In a move to enhance the lives of older adults in the Greater MetroWest area, the Grotta Fund for Senior Care is offering four planning grants to help communities provide more services and activities for their oldest residents.
Once grant proposals are submitted by their Nov. 16 deadline, Grotta, a community advisory fund of the Jewish Community Foundation of Greater MetroWest NJ, will study them and award $35,000 to each of the four municipal governments or community groups selected.
Recipients will be notified by the end of December, giving them between Jan. 1 and June 30 of 2016 to draw up their plans, which must take into consideration the needs of seniors over the next three years.
A second round of grants of $75,000 apiece will be awarded to implement the winning ideas.
“Towns and communities must collaborate on a plan,” said Grotta Fund director Renie Carniol. “Each needs to have a lead agency, whether a municipal government or nonprofit organization, as well as other civic representatives or private businesses.”
To Carniol, the need for planning to include seniors in community programs and services is increasingly critical.
“New Jersey has more senior citizens than 41 other states,” she told NJ Jewish News as she sat in her office on the Aidekman campus in Whippany.
“As of the 2010 census, these older adults made up some 16 percent of the population but by 2040 they will be 26 percent of the population. If our towns and communities don’t recognize the increasing number of older adults and plan for these older adults with thoughtful collaborative planning, New Jersey will not be a great place to grow old,” she said.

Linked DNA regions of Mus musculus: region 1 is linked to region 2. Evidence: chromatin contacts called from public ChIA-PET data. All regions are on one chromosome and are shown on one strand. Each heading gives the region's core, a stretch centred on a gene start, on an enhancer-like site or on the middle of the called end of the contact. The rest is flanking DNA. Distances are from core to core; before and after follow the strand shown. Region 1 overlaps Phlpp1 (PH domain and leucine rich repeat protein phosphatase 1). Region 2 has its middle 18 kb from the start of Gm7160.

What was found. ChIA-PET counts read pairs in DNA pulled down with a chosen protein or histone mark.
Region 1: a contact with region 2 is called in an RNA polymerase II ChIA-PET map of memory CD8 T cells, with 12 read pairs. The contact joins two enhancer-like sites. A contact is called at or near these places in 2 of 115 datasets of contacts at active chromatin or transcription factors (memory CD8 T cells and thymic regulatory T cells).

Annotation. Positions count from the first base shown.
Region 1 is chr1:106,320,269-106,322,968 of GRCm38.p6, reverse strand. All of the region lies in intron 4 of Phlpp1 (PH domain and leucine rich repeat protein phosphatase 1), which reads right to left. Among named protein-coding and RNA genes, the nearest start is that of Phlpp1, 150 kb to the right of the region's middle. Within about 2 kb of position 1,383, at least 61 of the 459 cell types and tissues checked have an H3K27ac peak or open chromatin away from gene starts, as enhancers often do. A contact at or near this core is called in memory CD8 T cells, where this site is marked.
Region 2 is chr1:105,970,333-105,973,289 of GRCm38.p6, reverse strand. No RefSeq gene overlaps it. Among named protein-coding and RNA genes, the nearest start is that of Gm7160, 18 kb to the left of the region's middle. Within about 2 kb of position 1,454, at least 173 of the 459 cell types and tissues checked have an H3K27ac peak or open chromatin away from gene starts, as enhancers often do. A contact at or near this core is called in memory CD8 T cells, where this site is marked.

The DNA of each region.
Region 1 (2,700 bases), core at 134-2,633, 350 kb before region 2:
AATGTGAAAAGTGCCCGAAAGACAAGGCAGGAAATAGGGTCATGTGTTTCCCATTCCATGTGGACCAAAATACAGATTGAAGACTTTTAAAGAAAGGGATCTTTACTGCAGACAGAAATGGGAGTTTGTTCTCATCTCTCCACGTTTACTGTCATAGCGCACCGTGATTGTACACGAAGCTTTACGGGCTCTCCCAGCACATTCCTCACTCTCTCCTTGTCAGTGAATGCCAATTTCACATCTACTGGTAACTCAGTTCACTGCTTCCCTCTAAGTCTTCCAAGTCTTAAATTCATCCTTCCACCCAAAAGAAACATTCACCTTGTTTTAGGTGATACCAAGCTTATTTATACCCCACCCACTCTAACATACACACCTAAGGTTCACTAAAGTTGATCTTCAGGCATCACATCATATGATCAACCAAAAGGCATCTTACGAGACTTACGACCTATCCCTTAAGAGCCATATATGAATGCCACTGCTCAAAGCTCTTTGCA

Carniol is asking mayors to make their towns “more age-friendly” by collaborating with health-care organizations, city planners, civic and religious organizations, and private businesses.
Her idea is to “make communities safer, healthier, and more walkable; provide access to affordable housing; support transportation options for non-drivers; enhance access to paid work and volunteer opportunities; improve coordination of health and social services and awareness of resources for older adults; expand access to fresh food; and provide opportunities for social interactions, including intergenerational programs.”
While members of all ethnic groups are eligible for grants, Carniol sees a very Jewish component to the concept she is promoting.
“From a Jewish community and a Jewish Community Foundation perspective, what we try to do is build communities,” she said. “If communities are strong and people feel they have collaborative relations, not only is it good for all residents but it is really good for the Jewish community.”
Municipal governments and community groups wishing to apply for planning grants should consult grottafund.org/seeking-a-grant.